Brad Pitt is also out to save the world, but only because it's infested by zombies. The producer and star of "World War Z" (based on Max Brooks' book) plays a former U.N. staffer caught up in a zombie pandemic. Pitt has said the film offered up a couple of challenges, and not just how to fight the undead: "How do we keep the global, dynamic scope of the book, and how do we originate a genre that's been done quite often and really, really well?" One of the solutions is to show the pandemic as it unfolds instead of merely documenting the aftermath.
June 28: "White House Down," "Byzantium"
Channing Tatum also plays the hero, but on a smaller scale. In "White House Down," he plays a man who has just interviewed for his dream job with the Secret Service and is on-site when terrorists storm the White House. He may not have gotten the job officially, but he in effect does it anyway by protecting the president (Jamie Foxx). Expect lots of explosions.
For a female-action alternative to most of June's fare, Neil Jordan ("Interview with the Vampire") has another story of the undead on the way called "Byzantium." Gemma Arterton and Saoirse Ronan play a mother-daughter vampire duo who've broken a cardinal bloodsucking rule of no females allowed. "It's a feminist movie," Arterton said. "Traditionally men, not always, are sexualized as vampires, not women. Women are the ones who are usually victimized."
July 5: "The Way, Way Back"
Sam Rockwell stars in the latest film from writing team Jim Rash and Nat Faxon ("The Descendants") as the owner of the Water Wizz water park who takes an awkward teenage boy under his wing. They head out on vacation with his mom (Toni Collette) and her boyfriend (Steve Carell). "It's inspired by real-life happenings," Rash said, "but it's heavier on the funny side than 'The Descendants,' even if both are dysfunctional family comedies." It won audiences over at Sundance.
July 12: "Pacific Rim"
Guillermo del Toro knows his monsters, and in "Pacific Rim," he brings to life his biggest ones yet: kaiju (Japanese for giant monsters). The film also features giant robots controlled by soldiers battling the race of alien beasts who rise from the ocean. There's a stellar cast as well (Charlie Hunnam, Ron Perlman, Idris Elba, Charlie Day and Rinko Kikuchi), but really, the selling point here is monsters vs. robots, right?
July 19: "The Girl Most Likely"
Kristen Wiig has her first post-"Bridesmaids" starring role in "The Girl Most Likely." Her character pretends to commit suicide to get a guy's attention, but the move backfires and lands her back at home with her mother (Annette Bening). "It's a comedy with an underpinning of real emotion, because this character is a hot mess and falling apart at the seams," co-director Shari Springer Berman said. "But it's Kristen, so you love her. Kristen can do anything."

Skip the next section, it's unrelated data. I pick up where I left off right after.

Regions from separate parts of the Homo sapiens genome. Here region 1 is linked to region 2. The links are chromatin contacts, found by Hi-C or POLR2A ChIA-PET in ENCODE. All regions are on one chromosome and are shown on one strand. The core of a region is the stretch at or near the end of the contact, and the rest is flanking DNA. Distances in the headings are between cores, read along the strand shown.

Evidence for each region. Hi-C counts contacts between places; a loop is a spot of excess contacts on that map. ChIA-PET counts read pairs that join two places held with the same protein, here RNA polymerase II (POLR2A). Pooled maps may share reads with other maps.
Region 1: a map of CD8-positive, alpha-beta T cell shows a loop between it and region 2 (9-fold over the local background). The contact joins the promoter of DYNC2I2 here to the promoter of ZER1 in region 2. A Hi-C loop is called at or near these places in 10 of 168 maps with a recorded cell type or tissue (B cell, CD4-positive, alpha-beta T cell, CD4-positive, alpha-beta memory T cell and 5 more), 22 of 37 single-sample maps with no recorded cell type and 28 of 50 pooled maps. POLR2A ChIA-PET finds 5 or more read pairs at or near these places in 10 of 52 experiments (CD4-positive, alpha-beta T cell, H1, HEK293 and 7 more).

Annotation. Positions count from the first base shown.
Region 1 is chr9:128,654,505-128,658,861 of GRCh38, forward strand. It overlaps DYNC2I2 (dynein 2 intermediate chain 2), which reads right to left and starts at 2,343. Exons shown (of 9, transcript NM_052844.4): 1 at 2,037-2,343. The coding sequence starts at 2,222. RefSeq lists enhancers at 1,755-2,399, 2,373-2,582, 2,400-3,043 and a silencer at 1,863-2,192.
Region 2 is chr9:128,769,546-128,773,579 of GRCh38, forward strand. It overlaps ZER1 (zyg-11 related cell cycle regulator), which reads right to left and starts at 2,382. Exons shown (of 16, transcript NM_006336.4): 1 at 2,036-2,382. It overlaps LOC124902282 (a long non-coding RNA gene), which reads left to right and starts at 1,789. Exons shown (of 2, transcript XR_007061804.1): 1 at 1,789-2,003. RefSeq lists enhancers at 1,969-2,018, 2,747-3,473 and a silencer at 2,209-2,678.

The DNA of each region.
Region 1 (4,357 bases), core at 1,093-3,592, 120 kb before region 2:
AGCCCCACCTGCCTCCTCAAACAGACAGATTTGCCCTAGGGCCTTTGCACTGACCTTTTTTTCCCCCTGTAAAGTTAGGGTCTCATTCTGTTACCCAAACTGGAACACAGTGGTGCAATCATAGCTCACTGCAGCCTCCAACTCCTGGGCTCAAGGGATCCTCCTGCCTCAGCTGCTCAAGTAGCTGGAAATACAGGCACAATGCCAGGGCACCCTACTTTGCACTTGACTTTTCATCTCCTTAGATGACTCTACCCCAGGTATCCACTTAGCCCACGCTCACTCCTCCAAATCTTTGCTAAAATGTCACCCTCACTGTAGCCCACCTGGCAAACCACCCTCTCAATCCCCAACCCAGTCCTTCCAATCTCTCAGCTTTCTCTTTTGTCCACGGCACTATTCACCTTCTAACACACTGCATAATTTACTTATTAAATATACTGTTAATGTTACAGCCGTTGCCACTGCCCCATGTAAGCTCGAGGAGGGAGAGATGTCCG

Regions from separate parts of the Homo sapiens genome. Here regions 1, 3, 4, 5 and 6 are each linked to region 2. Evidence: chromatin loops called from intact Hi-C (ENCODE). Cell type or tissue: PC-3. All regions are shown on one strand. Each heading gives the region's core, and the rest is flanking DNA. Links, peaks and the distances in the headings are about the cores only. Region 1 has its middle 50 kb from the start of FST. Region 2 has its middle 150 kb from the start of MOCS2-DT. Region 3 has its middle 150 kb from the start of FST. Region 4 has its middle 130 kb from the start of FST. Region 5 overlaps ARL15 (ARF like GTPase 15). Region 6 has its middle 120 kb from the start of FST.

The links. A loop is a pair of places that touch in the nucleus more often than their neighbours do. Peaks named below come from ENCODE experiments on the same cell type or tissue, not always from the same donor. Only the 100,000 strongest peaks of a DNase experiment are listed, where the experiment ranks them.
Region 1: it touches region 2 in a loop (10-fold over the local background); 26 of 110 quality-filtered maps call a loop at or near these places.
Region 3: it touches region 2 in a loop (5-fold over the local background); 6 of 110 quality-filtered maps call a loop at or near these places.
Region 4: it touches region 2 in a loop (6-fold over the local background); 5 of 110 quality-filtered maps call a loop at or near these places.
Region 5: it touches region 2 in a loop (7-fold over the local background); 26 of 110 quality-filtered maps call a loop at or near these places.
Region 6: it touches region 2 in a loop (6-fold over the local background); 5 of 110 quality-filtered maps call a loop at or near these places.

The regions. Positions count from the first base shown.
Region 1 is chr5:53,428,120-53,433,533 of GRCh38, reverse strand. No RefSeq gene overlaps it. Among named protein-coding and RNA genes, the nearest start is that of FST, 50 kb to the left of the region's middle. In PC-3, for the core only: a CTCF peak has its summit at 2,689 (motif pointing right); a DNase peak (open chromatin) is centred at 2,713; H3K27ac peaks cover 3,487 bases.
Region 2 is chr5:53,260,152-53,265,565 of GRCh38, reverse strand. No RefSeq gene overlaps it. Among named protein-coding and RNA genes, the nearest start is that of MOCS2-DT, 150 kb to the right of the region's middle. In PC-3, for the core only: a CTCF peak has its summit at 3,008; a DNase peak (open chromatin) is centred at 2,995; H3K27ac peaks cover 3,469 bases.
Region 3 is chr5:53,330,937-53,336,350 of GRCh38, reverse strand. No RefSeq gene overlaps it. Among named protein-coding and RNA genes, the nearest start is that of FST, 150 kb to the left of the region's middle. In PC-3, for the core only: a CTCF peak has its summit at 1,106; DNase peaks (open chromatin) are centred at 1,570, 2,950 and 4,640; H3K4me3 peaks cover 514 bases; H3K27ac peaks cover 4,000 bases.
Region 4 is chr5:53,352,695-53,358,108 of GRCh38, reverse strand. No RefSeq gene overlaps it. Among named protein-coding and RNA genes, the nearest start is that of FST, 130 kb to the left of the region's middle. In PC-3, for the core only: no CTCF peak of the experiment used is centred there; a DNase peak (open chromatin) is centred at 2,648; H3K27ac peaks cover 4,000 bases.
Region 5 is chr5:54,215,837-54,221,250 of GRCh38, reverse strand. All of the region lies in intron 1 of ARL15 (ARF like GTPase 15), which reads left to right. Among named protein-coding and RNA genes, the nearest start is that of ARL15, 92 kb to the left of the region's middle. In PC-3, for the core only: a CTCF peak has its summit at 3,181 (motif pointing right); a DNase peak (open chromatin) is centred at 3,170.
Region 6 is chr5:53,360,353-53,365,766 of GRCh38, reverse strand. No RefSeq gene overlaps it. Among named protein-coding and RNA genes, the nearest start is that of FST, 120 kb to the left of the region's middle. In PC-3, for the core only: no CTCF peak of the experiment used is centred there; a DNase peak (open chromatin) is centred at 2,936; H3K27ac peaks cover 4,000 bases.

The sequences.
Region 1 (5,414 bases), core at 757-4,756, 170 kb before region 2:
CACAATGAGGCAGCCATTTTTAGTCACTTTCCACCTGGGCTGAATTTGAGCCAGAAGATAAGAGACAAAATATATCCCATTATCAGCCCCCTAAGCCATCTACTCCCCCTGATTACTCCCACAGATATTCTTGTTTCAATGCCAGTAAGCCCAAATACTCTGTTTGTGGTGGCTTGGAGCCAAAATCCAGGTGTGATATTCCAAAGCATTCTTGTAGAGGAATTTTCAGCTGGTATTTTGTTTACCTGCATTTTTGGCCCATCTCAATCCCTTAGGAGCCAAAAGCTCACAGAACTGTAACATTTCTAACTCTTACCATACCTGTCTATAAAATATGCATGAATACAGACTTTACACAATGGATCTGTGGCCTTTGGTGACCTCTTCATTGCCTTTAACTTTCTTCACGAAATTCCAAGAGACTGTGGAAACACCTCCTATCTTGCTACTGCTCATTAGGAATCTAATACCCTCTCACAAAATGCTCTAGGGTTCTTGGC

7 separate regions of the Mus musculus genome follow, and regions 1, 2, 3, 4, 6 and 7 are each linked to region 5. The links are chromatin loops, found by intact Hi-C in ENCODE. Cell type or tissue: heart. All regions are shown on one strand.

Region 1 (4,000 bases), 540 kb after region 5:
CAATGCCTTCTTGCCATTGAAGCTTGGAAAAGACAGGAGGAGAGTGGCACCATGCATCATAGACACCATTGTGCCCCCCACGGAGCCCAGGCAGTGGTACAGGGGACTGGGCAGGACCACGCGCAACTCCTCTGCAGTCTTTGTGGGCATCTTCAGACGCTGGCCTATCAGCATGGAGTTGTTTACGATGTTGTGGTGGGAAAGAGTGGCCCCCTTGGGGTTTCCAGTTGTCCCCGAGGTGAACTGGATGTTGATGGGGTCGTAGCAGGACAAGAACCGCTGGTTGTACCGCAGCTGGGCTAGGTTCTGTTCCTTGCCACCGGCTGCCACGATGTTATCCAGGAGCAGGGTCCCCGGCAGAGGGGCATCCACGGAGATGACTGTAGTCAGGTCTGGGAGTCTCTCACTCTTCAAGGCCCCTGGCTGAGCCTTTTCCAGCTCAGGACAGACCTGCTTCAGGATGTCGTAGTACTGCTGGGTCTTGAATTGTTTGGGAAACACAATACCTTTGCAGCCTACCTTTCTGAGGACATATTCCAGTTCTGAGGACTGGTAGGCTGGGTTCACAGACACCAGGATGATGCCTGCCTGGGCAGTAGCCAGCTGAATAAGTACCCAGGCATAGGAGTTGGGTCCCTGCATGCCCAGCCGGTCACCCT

July 26: "The Wolverine"
Hugh Jackman is back for another round as Logan in "The Wolverine," in what should be a stand-alone film within the" X-Men" series (hopefully erasing any bad memories leftover from "X-Men Origins: Wolverine.") This time, the story is from Chris Claremont and Frank Miller's 1982 comic series, so Logan is in Japan, where he meets up with a man he'd saved from a POW camp during World War II. Logan's lived a long time, but his friend offers him a way out: to make him mortal. In his way are Viper and Silver Samurai, the Yakuza and members of the Japanese criminal underworld.
Aug. 2: "The Spectacular Now," "2 Guns"
An indie teen coming-of-age story ("Spectacular Now") starring Shailene Woodley and Miles Teller is no box office match against "2 Guns," but it'll remind audiences of John Hughes films that they love -- and make Teller a break-out star.
In the meantime, Mark Wahlberg teams up with Denzel Washington (and re-teams with his "Contraband" director Baltasar Kormákur) for "2 Guns," in which a DEA agent and a naval intelligence officer are forced to work undercover together as members of a narcotics syndicate, but neither one knows the other is also a federal agent. When they discover the truth about each other, they have to go on the run -- together.
Aug. 9: "Elysium"
A little more high-concept is the much-anticipated sci-fi film "Elysium," starring Matt Damon and Jodie Foster and directed by "District 9"'s Neill Blomkamp, about the wealthy living on a space station while the impoverished live on a polluted planet. "It's not a sequel; it's not a franchise," Foster said at San Diego Comic-Con. "This is completely original, and it has a real sociopolitical relevance. It's about all sorts of things that matter to me, plus beautiful gut-wrenching explosions."
Aug. 16: "Austenland"
In a summer filled with "gut-wrenching explosions," "Austenland" offers a respite for those looking for something more gentile. Keri Russell plays a mega-Jane Austen fan who spends her life's savings for a weekend getaway at a spot that promises to re-create life as portrayed in such classics as "Pride and Prejudice" and "Sense and Sensibility." She's hoping to find her own Mr. Darcy, but fantasy and reality collide in this comedy about role-playing romance, also featuring "Flight of the Conchords" star Bret McKenzie.
Aug. 23: "The World's End"